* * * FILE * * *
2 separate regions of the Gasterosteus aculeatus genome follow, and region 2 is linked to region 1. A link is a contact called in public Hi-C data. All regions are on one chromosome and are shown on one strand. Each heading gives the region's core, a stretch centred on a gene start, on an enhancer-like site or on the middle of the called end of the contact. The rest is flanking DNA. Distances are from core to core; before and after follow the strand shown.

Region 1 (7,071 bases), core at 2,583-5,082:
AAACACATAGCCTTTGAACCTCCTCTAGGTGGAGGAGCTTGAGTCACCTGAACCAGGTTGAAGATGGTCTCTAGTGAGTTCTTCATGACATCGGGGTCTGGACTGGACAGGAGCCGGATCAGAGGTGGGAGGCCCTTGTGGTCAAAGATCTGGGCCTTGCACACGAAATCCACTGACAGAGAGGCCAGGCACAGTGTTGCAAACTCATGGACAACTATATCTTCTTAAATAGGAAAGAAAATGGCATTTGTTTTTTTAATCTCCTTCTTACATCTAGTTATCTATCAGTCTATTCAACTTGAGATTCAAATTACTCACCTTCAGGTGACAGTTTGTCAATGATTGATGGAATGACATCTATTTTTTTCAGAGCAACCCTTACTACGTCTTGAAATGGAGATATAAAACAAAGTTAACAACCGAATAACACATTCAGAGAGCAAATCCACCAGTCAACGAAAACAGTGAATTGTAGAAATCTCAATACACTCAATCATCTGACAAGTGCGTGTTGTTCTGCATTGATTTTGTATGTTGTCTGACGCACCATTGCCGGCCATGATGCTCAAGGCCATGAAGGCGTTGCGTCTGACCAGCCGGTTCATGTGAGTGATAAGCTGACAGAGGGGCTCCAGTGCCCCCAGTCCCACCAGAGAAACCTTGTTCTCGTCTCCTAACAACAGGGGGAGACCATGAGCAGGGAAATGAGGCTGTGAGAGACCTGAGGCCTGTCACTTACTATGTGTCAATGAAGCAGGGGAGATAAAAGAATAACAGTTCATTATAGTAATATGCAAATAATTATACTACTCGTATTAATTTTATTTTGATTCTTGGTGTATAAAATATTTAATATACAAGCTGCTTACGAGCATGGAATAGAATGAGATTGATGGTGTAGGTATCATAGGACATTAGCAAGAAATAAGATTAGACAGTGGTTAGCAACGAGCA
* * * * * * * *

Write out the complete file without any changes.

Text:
2 separate regions of the Gasterosteus aculeatus genome follow, and region 2 is linked to region 1. A link is a contact called in public Hi-C data. All regions are on one chromosome and are shown on one strand. Each heading gives the region's core, a stretch centred on a gene start, on an enhancer-like site or on the middle of the called end of the contact. The rest is flanking DNA. Distances are from core to core; before and after follow the strand shown.

Region 1 (7,071 bases), core at 2,583-5,082:
AAACACATAGCCTTTGAACCTCCTCTAGGTGGAGGAGCTTGAGTCACCTGAACCAGGTTGAAGATGGTCTCTAGTGAGTTCTTCATGACATCGGGGTCTGGACTGGACAGGAGCCGGATCAGAGGTGGGAGGCCCTTGTGGTCAAAGATCTGGGCCTTGCACACGAAATCCACTGACAGAGAGGCCAGGCACAGTGTTGCAAACTCATGGACAACTATATCTTCTTAAATAGGAAAGAAAATGGCATTTGTTTTTTTAATCTCCTTCTTACATCTAGTTATCTATCAGTCTATTCAACTTGAGATTCAAATTACTCACCTTCAGGTGACAGTTTGTCAATGATTGATGGAATGACATCTATTTTTTTCAGAGCAACCCTTACTACGTCTTGAAATGGAGATATAAAACAAAGTTAACAACCGAATAACACATTCAGAGAGCAAATCCACCAGTCAACGAAAACAGTGAATTGTAGAAATCTCAATACACTCAATCATCTGACAAGTGCGTGTTGTTCTGCATTGATTTTGTATGTTGTCTGACGCACCATTGCCGGCCATGATGCTCAAGGCCATGAAGGCGTTGCGTCTGACCAGCCGGTTCATGTGAGTGATAAGCTGACAGAGGGGCTCCAGTGCCCCCAGTCCCACCAGAGAAACCTTGTTCTCGTCTCCTAACAACAGGGGGAGACCATGAGCAGGGAAATGAGGCTGTGAGAGACCTGAGGCCTGTCACTTACTATGTGTCAATGAAGCAGGGGAGATAAAAGAATAACAGTTCATTATAGTAATATGCAAATAATTATACTACTCGTATTAATTTTATTTTGATTCTTGGTGTATAAAATATTTAATATACAAGCTGCTTACGAGCATGGAATAGAATGAGATTGATGGTGTAGGTATCATAGGACATTAGCAAGAAATAAGATTAGACAGTGGTTAGCAACGAGCA